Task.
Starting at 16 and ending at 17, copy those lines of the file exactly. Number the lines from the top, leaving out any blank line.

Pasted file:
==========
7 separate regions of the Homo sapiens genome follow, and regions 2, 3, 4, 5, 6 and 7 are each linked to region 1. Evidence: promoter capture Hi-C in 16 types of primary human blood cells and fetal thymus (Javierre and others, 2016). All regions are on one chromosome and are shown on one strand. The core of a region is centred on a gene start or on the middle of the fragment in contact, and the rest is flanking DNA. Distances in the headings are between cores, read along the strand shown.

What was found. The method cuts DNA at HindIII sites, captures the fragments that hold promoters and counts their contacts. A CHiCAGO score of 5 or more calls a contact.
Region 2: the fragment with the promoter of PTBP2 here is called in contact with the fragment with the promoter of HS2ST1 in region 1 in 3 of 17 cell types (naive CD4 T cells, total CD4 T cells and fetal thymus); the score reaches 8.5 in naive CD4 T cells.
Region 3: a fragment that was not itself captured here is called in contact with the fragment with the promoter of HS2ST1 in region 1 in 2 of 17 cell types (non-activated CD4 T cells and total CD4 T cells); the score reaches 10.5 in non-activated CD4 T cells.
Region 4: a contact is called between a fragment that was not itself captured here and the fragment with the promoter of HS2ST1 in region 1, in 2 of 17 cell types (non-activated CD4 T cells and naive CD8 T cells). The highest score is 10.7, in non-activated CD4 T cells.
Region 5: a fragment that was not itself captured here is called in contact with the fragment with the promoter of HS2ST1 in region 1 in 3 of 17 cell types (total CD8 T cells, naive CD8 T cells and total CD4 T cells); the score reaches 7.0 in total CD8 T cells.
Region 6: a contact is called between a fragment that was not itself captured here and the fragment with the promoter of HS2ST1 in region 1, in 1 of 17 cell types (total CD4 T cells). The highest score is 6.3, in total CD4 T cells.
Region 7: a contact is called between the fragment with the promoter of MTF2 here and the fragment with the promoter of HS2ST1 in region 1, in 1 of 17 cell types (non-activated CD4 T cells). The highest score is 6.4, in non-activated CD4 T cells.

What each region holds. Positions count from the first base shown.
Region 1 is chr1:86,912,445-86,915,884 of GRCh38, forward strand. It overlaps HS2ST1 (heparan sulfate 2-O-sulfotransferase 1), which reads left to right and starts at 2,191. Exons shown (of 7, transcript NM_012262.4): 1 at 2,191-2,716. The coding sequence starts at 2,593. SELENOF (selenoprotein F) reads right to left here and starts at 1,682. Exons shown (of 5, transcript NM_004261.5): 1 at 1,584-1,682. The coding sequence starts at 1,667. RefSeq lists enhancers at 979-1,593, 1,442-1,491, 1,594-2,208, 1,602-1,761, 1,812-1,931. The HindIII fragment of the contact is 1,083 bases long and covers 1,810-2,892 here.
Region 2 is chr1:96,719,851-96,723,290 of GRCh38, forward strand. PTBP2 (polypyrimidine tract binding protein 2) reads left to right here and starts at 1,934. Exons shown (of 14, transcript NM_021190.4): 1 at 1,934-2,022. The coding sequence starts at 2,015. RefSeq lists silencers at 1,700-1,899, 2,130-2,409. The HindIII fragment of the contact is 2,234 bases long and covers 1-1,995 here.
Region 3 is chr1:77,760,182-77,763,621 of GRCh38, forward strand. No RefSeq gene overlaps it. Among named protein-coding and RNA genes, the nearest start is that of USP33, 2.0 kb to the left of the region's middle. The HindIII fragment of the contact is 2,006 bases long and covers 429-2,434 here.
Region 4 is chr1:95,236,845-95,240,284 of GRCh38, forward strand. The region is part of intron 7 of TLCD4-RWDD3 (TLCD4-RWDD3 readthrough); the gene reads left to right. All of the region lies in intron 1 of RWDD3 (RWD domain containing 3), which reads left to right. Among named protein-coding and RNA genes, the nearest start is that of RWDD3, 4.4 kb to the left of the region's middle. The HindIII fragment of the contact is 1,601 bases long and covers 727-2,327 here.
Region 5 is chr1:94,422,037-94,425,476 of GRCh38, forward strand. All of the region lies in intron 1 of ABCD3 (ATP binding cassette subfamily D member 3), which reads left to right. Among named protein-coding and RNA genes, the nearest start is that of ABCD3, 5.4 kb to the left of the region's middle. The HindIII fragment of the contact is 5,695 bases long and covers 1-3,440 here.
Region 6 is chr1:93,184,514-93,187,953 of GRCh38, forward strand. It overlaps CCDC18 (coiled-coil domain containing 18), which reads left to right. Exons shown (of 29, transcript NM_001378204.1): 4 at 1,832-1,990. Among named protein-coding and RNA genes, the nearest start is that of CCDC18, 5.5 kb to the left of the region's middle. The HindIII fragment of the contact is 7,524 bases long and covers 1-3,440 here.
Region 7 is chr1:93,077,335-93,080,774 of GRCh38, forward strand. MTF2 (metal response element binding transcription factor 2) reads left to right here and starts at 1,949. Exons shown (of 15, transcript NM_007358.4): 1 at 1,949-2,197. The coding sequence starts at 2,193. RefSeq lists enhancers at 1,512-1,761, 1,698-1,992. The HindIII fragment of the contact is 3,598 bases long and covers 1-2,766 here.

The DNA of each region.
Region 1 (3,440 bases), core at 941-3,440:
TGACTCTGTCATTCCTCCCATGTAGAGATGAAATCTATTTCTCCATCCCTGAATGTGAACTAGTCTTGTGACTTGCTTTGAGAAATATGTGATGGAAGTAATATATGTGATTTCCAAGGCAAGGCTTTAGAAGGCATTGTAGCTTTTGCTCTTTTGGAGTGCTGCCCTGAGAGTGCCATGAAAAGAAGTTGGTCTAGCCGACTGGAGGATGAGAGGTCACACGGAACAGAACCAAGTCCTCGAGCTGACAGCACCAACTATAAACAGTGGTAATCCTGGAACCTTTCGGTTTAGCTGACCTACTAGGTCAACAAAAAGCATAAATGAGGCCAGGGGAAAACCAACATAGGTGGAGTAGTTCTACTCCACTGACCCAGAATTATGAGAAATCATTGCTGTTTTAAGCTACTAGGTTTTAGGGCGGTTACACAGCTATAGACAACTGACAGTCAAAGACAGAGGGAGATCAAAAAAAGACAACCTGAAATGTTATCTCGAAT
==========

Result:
Region 7 is chr1:93,077,335-93,080,774 of GRCh38, forward strand. MTF2 (metal response element binding transcription factor 2) reads left to right here and starts at 1,949. Exons shown (of 15, transcript NM_007358.4): 1 at 1,949-2,197. The coding sequence starts at 2,193. RefSeq lists enhancers at 1,512-1,761, 1,698-1,992. The HindIII fragment of the contact is 3,598 bases long and covers 1-2,766 here.

The DNA of each region.